The mayor did not designate any Heritage Trees last year. The most recent round — announced in 2010 — included thee giant sequoia at Tibbetts Valley Park, the Empress Tree at Cornick Park and the Oregon white oak at the Issaquah Salmon Hatchery.

Mayor Ava Frisinger designates historic oaks as Heritage Trees

February 27, 2012

NEW — 6 a.m. Feb. 27, 2012

Mayor Ava Frisinger designated a trio of historic oaks as Heritage Trees — a distinction meant to reflect the plants’ age, size, historic significance and ecological importance.

Early residents planted the Bur oak trees — believed to be the largest and oldest in Issaquah — more than 75 years ago near modern-day 495 Sycamore Lane.

City Park Board members developed the Heritage Tree Program to promote identification and recognition of trees that reflect the character of Issaquah. Each Heritage Tree is identified and recorded in a register maintained by the city Parks & Recreation Department.

“I urge all citizens to enjoy and protect our Heritage Trees and to appreciate the value that these and other trees give our community,” Frisinger said.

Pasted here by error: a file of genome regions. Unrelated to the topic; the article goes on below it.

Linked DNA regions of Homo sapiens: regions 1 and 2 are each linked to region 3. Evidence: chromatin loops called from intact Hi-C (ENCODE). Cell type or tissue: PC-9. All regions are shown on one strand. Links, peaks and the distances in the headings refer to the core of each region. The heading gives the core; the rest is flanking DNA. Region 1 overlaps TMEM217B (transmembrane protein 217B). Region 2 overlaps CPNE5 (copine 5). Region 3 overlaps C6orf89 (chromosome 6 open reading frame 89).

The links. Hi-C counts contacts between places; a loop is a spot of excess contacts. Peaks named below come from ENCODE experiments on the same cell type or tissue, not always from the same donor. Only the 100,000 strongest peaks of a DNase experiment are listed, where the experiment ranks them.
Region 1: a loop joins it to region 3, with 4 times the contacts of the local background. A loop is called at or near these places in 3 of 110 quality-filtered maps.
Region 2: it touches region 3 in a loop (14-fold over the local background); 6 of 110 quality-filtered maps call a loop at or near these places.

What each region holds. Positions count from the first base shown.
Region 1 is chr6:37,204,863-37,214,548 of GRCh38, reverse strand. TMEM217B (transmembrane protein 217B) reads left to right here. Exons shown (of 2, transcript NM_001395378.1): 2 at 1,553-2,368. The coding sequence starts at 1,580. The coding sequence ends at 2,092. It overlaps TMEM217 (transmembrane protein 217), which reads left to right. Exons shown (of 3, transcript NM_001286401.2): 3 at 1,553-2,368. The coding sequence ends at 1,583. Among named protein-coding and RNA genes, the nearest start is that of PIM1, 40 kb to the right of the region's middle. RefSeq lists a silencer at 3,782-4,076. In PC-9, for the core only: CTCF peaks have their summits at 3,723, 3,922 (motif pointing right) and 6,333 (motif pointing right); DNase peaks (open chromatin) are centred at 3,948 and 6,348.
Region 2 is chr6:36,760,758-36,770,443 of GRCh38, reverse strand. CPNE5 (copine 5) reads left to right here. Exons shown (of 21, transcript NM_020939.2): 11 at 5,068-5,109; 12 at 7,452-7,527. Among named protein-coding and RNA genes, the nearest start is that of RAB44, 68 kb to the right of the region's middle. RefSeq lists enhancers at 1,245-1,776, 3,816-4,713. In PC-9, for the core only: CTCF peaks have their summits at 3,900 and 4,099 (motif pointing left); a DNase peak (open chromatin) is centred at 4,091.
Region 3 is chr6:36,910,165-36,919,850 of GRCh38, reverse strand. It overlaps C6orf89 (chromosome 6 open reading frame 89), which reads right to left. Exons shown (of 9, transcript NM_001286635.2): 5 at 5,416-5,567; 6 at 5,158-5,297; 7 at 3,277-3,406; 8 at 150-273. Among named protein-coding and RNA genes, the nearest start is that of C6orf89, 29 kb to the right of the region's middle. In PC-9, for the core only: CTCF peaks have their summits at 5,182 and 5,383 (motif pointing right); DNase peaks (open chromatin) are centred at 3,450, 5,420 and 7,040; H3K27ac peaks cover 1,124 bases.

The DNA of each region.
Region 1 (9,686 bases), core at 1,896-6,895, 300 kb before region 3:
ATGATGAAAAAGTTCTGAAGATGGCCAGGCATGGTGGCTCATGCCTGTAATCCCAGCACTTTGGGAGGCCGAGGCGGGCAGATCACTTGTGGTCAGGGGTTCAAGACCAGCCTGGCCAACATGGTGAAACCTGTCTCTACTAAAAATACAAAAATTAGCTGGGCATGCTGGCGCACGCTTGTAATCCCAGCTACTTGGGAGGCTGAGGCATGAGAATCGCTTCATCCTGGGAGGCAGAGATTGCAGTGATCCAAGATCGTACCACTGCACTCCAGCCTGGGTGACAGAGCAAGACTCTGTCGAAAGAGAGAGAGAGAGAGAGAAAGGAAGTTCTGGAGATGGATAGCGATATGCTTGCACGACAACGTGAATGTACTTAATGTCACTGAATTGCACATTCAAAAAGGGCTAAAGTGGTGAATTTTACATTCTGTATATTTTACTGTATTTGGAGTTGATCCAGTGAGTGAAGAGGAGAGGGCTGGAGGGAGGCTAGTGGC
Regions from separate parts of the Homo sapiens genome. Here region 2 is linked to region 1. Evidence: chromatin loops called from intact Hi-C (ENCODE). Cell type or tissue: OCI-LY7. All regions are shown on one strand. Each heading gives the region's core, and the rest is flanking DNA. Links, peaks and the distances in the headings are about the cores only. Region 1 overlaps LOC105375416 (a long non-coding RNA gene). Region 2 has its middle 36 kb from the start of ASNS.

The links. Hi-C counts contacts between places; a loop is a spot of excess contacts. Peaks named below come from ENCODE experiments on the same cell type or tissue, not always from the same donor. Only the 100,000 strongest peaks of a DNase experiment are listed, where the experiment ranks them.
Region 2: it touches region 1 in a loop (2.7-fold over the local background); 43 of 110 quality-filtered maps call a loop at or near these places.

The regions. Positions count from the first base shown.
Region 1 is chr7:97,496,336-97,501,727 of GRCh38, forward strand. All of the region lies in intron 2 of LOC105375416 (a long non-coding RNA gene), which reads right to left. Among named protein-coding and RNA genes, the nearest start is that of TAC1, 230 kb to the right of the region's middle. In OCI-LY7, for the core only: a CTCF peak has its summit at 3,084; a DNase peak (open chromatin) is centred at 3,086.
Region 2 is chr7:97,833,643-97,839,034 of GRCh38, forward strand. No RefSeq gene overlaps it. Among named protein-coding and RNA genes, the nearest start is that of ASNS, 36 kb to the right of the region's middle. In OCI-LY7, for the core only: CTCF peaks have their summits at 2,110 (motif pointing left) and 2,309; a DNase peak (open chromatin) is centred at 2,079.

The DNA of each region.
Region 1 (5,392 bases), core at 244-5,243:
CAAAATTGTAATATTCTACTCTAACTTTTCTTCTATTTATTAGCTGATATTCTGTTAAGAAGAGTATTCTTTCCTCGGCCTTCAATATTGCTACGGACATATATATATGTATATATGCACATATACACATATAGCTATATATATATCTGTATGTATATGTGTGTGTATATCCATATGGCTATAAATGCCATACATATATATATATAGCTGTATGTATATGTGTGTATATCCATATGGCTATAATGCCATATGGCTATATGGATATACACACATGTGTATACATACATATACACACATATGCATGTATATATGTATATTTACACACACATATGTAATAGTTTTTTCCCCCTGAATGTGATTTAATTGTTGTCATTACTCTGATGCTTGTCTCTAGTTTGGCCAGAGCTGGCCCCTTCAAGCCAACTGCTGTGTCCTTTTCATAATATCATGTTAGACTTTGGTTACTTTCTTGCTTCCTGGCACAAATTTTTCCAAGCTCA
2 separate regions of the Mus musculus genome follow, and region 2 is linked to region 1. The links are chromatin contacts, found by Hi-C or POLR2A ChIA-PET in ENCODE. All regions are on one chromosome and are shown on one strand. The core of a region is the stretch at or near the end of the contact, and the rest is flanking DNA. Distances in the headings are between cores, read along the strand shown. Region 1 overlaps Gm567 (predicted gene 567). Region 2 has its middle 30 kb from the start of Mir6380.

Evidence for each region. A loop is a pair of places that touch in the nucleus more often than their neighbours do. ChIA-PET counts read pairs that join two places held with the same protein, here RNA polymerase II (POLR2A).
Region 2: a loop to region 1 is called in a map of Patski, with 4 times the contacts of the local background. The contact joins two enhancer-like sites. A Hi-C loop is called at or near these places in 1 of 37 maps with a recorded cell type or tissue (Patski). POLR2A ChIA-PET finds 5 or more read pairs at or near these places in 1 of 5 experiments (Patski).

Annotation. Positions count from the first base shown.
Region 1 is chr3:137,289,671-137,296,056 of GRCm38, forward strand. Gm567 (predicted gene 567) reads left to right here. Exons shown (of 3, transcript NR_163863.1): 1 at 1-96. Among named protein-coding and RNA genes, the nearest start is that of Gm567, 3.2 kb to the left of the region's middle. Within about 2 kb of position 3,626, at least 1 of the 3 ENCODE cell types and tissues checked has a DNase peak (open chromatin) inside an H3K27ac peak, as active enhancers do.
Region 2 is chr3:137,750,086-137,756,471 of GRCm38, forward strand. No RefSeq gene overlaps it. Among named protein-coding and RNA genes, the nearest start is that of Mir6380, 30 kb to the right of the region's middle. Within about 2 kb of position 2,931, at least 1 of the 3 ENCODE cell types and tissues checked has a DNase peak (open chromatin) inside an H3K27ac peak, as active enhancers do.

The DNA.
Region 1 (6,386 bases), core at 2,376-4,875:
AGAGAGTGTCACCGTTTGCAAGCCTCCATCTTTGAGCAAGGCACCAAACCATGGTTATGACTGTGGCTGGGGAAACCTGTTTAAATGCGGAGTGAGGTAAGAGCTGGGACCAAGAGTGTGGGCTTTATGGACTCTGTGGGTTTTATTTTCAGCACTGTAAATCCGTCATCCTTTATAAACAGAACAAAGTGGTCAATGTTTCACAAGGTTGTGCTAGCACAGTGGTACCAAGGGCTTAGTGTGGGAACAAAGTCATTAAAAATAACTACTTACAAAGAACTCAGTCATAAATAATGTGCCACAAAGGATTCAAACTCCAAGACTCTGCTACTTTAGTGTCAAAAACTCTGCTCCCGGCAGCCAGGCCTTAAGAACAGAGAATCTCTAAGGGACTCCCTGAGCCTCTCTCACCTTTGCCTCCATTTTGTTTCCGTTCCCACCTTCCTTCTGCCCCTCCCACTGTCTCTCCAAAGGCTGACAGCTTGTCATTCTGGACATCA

The mayor did not designate any Heritage Trees last year.

The most recent round — announced in 2010 — included the giant sequoia at Tibbetts Valley Park, the Empress Tree at Cornick Park and the Oregon white oak at the Issaquah Salmon Hatchery.

Mayor highlights Heritage Trees

November 16, 2010

Mayor Ava Frisinger has designated a trio of landmark trees as Heritage Trees — a distinction meant to reflect the age, size, historic significance and ecological value of the plants.

The trees include the giant sequoia at Tibbetts Valley Park, the Empress Tree at Cornick Park and the Oregon white oak at the Issaquah Salmon Hatchery. Read more

Mayor highlights latest crop of Heritage Trees

October 23, 2010

NEW — 6 a.m. Oct. 23, 2010

Mayor Ava Frisinger has designated a trio of landmark trees as Heritage Trees — a distinction meant to reflect the age, size, historic significance and ecological value of the plants.

The trees include the giant sequoia at Tibbetts Valley Park, the Empress Tree at Cornick Park and the Oregon white oak at the Issaquah Salmon Hatchery.